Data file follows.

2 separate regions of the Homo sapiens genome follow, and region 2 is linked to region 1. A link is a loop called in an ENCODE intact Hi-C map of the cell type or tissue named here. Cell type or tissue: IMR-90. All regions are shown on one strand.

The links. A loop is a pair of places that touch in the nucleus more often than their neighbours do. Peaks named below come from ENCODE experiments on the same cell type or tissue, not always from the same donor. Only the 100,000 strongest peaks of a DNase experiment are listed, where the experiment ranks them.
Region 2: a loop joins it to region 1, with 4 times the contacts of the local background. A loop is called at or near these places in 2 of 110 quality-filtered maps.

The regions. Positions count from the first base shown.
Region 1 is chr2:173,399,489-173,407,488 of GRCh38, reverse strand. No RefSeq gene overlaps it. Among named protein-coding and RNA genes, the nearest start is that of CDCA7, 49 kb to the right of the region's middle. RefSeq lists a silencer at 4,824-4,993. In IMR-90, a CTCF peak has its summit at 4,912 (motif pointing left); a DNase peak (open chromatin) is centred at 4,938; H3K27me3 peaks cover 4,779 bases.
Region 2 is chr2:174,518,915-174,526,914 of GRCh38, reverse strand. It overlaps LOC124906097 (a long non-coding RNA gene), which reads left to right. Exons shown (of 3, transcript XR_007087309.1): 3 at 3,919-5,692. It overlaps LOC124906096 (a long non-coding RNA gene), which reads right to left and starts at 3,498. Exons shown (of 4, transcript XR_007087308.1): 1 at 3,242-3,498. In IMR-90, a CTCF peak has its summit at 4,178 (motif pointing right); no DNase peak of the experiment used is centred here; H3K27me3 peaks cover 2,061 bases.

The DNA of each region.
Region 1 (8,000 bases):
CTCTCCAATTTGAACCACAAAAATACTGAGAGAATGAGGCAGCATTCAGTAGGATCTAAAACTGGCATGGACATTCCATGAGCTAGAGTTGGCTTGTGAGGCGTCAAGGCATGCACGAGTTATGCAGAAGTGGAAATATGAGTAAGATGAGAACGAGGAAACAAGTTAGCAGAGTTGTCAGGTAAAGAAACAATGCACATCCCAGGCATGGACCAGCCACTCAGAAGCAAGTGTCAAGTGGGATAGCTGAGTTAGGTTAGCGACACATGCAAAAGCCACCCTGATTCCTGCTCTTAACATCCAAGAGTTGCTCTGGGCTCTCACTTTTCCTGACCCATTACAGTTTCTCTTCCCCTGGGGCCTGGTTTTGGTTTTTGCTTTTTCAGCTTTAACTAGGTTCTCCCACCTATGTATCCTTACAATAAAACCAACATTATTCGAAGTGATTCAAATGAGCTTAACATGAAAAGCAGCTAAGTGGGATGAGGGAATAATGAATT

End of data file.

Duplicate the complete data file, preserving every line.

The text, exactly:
2 separate regions of the Homo sapiens genome follow, and region 2 is linked to region 1. A link is a loop called in an ENCODE intact Hi-C map of the cell type or tissue named here. Cell type or tissue: IMR-90. All regions are shown on one strand.

The links. A loop is a pair of places that touch in the nucleus more often than their neighbours do. Peaks named below come from ENCODE experiments on the same cell type or tissue, not always from the same donor. Only the 100,000 strongest peaks of a DNase experiment are listed, where the experiment ranks them.
Region 2: a loop joins it to region 1, with 4 times the contacts of the local background. A loop is called at or near these places in 2 of 110 quality-filtered maps.

The regions. Positions count from the first base shown.
Region 1 is chr2:173,399,489-173,407,488 of GRCh38, reverse strand. No RefSeq gene overlaps it. Among named protein-coding and RNA genes, the nearest start is that of CDCA7, 49 kb to the right of the region's middle. RefSeq lists a silencer at 4,824-4,993. In IMR-90, a CTCF peak has its summit at 4,912 (motif pointing left); a DNase peak (open chromatin) is centred at 4,938; H3K27me3 peaks cover 4,779 bases.
Region 2 is chr2:174,518,915-174,526,914 of GRCh38, reverse strand. It overlaps LOC124906097 (a long non-coding RNA gene), which reads left to right. Exons shown (of 3, transcript XR_007087309.1): 3 at 3,919-5,692. It overlaps LOC124906096 (a long non-coding RNA gene), which reads right to left and starts at 3,498. Exons shown (of 4, transcript XR_007087308.1): 1 at 3,242-3,498. In IMR-90, a CTCF peak has its summit at 4,178 (motif pointing right); no DNase peak of the experiment used is centred here; H3K27me3 peaks cover 2,061 bases.

The DNA of each region.
Region 1 (8,000 bases):
CTCTCCAATTTGAACCACAAAAATACTGAGAGAATGAGGCAGCATTCAGTAGGATCTAAAACTGGCATGGACATTCCATGAGCTAGAGTTGGCTTGTGAGGCGTCAAGGCATGCACGAGTTATGCAGAAGTGGAAATATGAGTAAGATGAGAACGAGGAAACAAGTTAGCAGAGTTGTCAGGTAAAGAAACAATGCACATCCCAGGCATGGACCAGCCACTCAGAAGCAAGTGTCAAGTGGGATAGCTGAGTTAGGTTAGCGACACATGCAAAAGCCACCCTGATTCCTGCTCTTAACATCCAAGAGTTGCTCTGGGCTCTCACTTTTCCTGACCCATTACAGTTTCTCTTCCCCTGGGGCCTGGTTTTGGTTTTTGCTTTTTCAGCTTTAACTAGGTTCTCCCACCTATGTATCCTTACAATAAAACCAACATTATTCGAAGTGATTCAAATGAGCTTAACATGAAAAGCAGCTAAGTGGGATGAGGGAATAATGAATT